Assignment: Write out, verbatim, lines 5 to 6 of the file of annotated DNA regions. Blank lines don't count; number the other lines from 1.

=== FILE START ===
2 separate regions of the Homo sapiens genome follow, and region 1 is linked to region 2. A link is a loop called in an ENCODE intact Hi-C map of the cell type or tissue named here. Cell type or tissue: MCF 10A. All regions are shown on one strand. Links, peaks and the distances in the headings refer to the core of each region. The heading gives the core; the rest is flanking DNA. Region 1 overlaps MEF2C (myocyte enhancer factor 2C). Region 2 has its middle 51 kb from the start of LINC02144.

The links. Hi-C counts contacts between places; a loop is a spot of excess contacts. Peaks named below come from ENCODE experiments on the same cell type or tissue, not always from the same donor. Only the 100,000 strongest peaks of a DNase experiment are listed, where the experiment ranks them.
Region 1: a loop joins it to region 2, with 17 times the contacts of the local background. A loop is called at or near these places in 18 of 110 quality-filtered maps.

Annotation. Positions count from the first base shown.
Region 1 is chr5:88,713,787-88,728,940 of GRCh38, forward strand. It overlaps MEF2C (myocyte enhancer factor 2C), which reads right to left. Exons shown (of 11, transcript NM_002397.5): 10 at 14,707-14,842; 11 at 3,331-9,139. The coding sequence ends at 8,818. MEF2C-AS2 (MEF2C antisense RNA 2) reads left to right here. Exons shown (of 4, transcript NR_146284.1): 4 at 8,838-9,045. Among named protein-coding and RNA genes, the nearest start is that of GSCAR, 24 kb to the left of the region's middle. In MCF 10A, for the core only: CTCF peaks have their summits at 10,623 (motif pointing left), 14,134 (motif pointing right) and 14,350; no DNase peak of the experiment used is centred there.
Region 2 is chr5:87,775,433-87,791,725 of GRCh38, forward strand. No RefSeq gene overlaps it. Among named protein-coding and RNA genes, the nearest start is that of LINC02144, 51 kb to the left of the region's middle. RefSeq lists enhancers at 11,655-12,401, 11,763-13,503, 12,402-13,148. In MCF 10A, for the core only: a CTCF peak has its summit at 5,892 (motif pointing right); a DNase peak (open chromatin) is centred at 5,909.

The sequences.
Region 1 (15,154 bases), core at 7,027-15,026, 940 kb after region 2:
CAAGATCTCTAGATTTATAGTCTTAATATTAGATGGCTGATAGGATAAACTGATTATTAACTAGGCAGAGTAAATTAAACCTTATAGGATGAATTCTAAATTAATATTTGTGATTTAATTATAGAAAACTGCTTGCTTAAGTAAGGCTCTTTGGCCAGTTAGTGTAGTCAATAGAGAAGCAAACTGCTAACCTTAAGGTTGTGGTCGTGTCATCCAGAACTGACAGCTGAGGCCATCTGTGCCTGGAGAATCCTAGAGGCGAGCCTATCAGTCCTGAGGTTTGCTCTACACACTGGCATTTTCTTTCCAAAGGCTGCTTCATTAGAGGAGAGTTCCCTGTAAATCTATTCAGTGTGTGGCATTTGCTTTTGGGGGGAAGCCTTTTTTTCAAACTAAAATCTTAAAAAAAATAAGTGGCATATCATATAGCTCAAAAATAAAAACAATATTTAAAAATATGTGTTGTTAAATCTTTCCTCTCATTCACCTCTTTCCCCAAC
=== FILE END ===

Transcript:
Region 1 is chr5:88,713,787-88,728,940 of GRCh38, forward strand. It overlaps MEF2C (myocyte enhancer factor 2C), which reads right to left. Exons shown (of 11, transcript NM_002397.5): 10 at 14,707-14,842; 11 at 3,331-9,139. The coding sequence ends at 8,818. MEF2C-AS2 (MEF2C antisense RNA 2) reads left to right here. Exons shown (of 4, transcript NR_146284.1): 4 at 8,838-9,045. Among named protein-coding and RNA genes, the nearest start is that of GSCAR, 24 kb to the left of the region's middle. In MCF 10A, for the core only: CTCF peaks have their summits at 10,623 (motif pointing left), 14,134 (motif pointing right) and 14,350; no DNase peak of the experiment used is centred there.
Region 2 is chr5:87,775,433-87,791,725 of GRCh38, forward strand. No RefSeq gene overlaps it. Among named protein-coding and RNA genes, the nearest start is that of LINC02144, 51 kb to the left of the region's middle. RefSeq lists enhancers at 11,655-12,401, 11,763-13,503, 12,402-13,148. In MCF 10A, for the core only: a CTCF peak has its summit at 5,892 (motif pointing right); a DNase peak (open chromatin) is centred at 5,909.